Equity Market or Bond Market—Which Matters the Most for Investment? Revisiting Tobin’s q Theory of Investment

DOI: 10.4236/ti.2012.34029   PDF   HTML     3,495 Downloads   5,710 Views   Citations

Abstract

Recent experience seems to have shown that credit markets are more important than equity markets for investment and macrodynamics. This paper examines the effect of Tobin’s equity q and bond q on investment. More specifically we study the role of Tobin’s equity (usual) q, average q and bond q for aggregate investment over the period 1953: Q4-2011: Q1. Employing bond q and equity q, or alternatively bond q and average q, shows that these variables are very relevant in explaining investment. Yet, the time scale matters too. Examining the relationship of these variables over a long time scale, at low frequencies, we can show that the combination of bond q and average q are the most significant determinants of aggregate investment. Moreover, for the longer time scale the two variables, bond q and average q, result in the highest goodness of fit demonstrating good in-sample forecasting properties. As to the individual determinants of aggregate investment over the period 1953: Q4-2011: Q1, bond q is by far the most influential variable at all frequencies since it always has the highest correlation with investment and this correlation is always statistically significant. Similarly, the greater significance of average q, as compared to equity q, is probably an outcome of the financing instruments for investment.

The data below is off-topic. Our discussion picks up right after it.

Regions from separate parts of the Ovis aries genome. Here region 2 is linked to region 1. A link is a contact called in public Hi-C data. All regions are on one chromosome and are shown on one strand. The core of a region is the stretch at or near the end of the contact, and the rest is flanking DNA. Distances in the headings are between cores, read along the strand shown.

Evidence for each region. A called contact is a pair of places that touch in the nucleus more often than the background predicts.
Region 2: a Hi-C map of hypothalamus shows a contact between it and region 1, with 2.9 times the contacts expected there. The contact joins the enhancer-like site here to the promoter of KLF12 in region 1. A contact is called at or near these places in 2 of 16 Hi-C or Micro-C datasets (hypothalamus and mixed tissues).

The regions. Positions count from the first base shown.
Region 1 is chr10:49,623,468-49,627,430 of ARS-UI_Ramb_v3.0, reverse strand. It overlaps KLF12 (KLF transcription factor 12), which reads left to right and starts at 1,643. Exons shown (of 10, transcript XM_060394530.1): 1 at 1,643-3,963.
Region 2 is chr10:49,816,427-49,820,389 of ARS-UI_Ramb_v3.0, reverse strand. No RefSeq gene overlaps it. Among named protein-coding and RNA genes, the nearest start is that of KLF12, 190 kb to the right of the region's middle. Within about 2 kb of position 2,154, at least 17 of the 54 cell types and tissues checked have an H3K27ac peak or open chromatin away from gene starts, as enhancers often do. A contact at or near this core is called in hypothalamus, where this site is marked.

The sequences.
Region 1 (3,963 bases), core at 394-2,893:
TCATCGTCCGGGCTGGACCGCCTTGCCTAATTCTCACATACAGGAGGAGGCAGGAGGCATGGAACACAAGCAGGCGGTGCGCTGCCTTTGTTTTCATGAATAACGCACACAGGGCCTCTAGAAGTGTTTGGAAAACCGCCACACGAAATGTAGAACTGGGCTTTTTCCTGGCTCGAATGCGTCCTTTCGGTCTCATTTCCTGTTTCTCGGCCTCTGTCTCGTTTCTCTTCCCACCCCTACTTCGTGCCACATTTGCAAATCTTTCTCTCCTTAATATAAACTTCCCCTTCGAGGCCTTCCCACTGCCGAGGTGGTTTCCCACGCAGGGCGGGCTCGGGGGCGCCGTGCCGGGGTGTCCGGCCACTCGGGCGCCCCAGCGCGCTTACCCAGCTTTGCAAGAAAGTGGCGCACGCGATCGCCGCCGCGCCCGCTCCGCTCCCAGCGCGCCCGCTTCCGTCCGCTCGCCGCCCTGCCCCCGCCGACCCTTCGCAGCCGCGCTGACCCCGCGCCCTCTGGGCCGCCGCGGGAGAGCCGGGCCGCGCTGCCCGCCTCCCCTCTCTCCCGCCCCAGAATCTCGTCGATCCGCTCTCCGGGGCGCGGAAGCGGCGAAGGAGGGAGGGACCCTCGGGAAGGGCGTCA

Share and Cite:

W. Semmler and L. Mateane, "Equity Market or Bond Market—Which Matters the Most for Investment? Revisiting Tobin’s q Theory of Investment," Technology and Investment, Vol. 3 No. 4, 2012, pp. 203-209. doi: 10.4236/ti.2012.34029.

Conflicts of Interest

The authors declare no conflicts of interest.

References

[1] T. Philippon, “The Bond Markets q,” Quarterly Journal of Economics, Vol. 124, No. 3, 2009, pp. 1011-1056. Hdoi:10.1162/qjec.2009.124.3.1011
[2] M. Gallegati, J. Ramsey and W. Semmler, “Bond Prices’ q: With or without Equity Market’s q?” New School University, New York, 2011, pp. 1-25.
[3] D. Romer, “Advanced Macroeconomics,” 3rd Edition, McGraw-Hill, New York, 2006.
[4] M. Kato, M. Ofori and W. Semmler, “Tobin’s q and Investment in a Model with Multiple Steady States,” In: T. Asada and T. Ishikawa, Eds., Time and Space in Economics, Springer, Berlin, 2007, pp. 55-80. Hdoi:10.1007/978-4-431-45978-1_4
[5] L. H. Summers, “Inflation, Taxation and Corporate Investment: A Q Theory Approach,” National Bureau of Economic Research Working Paper, Vol. 600, No. 604, 1980, pp. 61-63.
[6] F. Hayashi, “Tobin’s Marginal q and Average q: A Neoclassical Interpretation,” Econometrica, Vol. 50, No. 1, 1982, pp. 214-224. Hdoi:10.2307/1912538H
[7] A. C. Chiang and K. Wainwright, “Fundamental Methods of Mathematical Economics,” 4th Edition, McGraw-Hill, New York, 2005.

  
comments powered by Disqus

Copyright © 2020 by authors and Scientific Research Publishing Inc.

Creative Commons License

This work and the related PDF file are licensed under a Creative Commons Attribution 4.0 International License.